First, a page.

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Report: U.S. long ready to aid rebels

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By McClatchy Newspapers
Monday, June 17, 2013, 8:06 p.m.
 

AMMAN, Jordan — The U.S. military began laying the groundwork to arm and support Syrian rebels more than a week ago, using a military exercise currently being held in Jordan as a cover for bringing in personnel and equipment.

Despite official statements by the Obama administration that a decision to arm the rebels was made on June 13, preparations were seen by McClatchy on the ground days earlier. In addition to the 300 Marines that Jordanian officials said were currently stationed along Jordan's northern border with Syria, meetings were held between Syrian rebels and U.S. officials more than 10 days ago to establish what type of weapons the White House is willing to provide.

Jordanian officials have said that those Marines had no connection to the exercises currently being run by the U.S. and Jordanian militaries, though they were brought into the country under the guise of being part of the “Eager Lion” exercises. Regional analysts and officials have said that while those exercises are touted as a “multilateral relationship-building” measure, on the ground they are widely seen as the U.S. “flexing its muscles” and laying the groundwork for future maneuvers.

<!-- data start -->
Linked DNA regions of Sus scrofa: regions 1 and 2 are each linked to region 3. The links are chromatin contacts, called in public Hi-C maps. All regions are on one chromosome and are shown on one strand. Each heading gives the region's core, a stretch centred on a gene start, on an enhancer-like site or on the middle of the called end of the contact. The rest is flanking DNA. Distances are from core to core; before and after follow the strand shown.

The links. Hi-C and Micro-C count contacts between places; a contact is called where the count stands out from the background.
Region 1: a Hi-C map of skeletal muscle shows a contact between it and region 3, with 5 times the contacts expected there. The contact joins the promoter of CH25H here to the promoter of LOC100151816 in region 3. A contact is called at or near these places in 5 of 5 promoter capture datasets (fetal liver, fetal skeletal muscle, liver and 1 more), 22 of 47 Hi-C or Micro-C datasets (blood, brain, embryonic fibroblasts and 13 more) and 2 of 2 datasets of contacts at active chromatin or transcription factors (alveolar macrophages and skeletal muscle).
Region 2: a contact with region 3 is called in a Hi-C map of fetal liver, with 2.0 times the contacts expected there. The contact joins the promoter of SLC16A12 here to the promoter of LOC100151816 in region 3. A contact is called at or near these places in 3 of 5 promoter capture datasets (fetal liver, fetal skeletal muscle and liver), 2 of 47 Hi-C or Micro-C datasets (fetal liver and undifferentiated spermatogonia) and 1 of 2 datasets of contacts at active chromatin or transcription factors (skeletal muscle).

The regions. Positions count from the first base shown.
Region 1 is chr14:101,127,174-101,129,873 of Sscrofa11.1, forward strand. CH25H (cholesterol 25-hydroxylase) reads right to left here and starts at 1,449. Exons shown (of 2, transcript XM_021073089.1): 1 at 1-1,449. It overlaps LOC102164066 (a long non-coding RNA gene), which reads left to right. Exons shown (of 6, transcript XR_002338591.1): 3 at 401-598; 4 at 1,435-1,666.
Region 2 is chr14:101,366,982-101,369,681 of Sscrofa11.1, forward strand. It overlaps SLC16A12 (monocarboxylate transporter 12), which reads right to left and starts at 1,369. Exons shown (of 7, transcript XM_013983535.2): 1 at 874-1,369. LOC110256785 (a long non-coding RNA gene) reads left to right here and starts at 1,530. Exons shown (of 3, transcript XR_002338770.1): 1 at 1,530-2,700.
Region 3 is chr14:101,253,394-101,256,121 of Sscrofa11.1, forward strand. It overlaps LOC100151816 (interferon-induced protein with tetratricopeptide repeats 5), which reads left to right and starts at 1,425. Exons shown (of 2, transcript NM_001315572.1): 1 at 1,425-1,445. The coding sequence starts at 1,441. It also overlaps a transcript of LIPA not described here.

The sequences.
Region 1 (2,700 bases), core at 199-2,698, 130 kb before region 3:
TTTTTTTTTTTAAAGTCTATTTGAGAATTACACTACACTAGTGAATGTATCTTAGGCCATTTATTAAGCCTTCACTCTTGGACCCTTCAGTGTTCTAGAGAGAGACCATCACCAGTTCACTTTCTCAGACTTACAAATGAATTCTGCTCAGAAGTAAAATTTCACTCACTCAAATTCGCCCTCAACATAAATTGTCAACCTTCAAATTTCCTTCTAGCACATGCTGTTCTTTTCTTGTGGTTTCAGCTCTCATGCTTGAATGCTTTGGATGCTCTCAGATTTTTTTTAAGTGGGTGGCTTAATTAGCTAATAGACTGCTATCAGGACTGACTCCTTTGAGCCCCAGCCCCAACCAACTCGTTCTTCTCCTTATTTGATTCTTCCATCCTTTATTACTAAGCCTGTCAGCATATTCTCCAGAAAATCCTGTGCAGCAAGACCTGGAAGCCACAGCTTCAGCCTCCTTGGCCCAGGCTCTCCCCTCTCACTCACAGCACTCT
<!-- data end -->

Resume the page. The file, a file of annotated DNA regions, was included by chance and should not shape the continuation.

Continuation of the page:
“The U.S. has been preparing this for some time. So it is very clear to us, here on the ground in Jordan, that the Obama decision to arm the rebels was made weeks ago rather than days ago,” a Jordanian diplomatic official said in an off-the-record briefing. Other diplomats, interviewed in Jordan, said that there was widespread consensus that the U.S. was preparing to arm the rebels, though the gesture was often called “too little too late.”

Like the Jordanian official, the officials, rebel leaders and others who spoke to McClatchy did not want to be quoted by name.

Syrian rebels, said one European official, had repeatedly traveled to Jordan to try to plead their case with the diplomatic community and had pressed the need for a no-fly zone and heavy weapons.

 

 
 


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